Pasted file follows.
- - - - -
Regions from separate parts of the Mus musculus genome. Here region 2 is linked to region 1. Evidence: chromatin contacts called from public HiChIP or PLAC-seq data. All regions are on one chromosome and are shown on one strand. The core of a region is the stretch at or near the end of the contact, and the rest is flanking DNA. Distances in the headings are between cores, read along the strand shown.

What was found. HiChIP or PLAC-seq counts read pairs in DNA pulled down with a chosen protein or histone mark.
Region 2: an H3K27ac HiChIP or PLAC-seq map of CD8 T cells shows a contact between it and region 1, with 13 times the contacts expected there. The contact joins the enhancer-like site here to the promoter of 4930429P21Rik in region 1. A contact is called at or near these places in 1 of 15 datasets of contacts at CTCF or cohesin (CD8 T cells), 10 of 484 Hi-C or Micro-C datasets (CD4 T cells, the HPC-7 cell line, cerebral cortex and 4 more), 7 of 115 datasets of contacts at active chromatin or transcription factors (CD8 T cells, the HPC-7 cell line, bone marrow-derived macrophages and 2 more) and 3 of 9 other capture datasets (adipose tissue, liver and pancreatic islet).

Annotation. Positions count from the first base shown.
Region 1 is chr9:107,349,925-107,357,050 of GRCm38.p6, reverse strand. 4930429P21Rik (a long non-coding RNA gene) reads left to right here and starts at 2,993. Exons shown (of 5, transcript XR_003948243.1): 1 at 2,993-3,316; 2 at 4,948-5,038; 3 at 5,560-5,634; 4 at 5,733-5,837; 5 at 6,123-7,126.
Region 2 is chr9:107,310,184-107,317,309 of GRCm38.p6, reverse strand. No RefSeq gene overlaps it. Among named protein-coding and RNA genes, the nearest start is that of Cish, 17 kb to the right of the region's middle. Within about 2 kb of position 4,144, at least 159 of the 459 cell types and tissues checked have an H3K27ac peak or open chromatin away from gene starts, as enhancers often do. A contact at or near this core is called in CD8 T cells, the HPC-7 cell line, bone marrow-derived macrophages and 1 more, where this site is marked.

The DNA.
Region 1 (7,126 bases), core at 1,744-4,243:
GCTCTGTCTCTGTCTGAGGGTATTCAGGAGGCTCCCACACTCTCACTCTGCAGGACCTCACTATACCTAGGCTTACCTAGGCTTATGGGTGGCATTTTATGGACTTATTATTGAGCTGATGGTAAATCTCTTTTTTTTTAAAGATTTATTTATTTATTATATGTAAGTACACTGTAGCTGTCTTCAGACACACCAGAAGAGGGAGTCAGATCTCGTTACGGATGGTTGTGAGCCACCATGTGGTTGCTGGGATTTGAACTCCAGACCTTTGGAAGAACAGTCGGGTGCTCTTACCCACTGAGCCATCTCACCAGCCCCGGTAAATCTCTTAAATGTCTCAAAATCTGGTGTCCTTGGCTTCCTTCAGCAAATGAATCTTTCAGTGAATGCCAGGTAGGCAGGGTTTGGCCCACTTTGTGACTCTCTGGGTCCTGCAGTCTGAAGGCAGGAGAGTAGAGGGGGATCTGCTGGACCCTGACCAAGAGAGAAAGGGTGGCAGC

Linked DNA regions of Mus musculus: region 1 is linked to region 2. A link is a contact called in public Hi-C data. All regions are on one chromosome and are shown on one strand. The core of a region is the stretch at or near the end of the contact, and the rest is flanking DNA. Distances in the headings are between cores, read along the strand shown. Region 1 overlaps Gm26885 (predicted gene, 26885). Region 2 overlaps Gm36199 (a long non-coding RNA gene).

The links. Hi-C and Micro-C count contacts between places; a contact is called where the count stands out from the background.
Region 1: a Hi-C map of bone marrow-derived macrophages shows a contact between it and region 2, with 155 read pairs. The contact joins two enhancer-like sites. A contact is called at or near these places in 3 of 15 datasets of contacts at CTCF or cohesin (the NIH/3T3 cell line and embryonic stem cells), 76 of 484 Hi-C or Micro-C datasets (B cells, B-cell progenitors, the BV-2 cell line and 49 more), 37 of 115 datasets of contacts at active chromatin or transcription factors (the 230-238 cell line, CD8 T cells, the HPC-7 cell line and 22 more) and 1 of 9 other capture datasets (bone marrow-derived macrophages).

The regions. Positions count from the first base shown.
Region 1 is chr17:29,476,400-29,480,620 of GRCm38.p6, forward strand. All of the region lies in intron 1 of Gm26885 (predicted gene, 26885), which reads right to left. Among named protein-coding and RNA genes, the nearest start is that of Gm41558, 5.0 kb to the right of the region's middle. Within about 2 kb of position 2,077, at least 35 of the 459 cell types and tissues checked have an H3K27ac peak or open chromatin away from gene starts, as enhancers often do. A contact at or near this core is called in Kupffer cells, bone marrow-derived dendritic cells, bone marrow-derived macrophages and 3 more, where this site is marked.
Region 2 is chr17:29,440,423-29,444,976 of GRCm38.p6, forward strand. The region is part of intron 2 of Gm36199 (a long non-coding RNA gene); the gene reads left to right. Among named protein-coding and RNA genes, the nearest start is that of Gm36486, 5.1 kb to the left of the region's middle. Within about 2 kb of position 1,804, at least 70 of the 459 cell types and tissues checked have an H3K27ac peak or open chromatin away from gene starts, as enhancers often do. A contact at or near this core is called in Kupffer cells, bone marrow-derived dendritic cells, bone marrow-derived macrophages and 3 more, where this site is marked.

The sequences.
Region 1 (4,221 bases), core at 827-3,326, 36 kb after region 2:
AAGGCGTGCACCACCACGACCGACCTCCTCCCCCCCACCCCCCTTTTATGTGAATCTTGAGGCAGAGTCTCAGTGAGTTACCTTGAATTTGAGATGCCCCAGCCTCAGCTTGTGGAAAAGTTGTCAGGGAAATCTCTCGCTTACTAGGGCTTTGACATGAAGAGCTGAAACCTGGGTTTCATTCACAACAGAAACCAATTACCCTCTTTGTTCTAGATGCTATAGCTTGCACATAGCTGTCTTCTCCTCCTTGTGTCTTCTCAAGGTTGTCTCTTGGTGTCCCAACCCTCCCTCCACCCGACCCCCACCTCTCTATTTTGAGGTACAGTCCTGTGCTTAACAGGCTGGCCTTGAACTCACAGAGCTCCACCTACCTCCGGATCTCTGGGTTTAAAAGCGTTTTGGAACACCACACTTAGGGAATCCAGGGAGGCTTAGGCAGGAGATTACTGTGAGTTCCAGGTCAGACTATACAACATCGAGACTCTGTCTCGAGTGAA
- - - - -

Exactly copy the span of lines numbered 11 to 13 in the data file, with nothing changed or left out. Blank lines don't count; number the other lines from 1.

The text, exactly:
The links. Hi-C and Micro-C count contacts between places; a contact is called where the count stands out from the background.
Region 1: a Hi-C map of bone marrow-derived macrophages shows a contact between it and region 2, with 155 read pairs. The contact joins two enhancer-like sites. A contact is called at or near these places in 3 of 15 datasets of contacts at CTCF or cohesin (the NIH/3T3 cell line and embryonic stem cells), 76 of 484 Hi-C or Micro-C datasets (B cells, B-cell progenitors, the BV-2 cell line and 49 more), 37 of 115 datasets of contacts at active chromatin or transcription factors (the 230-238 cell line, CD8 T cells, the HPC-7 cell line and 22 more) and 1 of 9 other capture datasets (bone marrow-derived macrophages).

The regions. Positions count from the first base shown.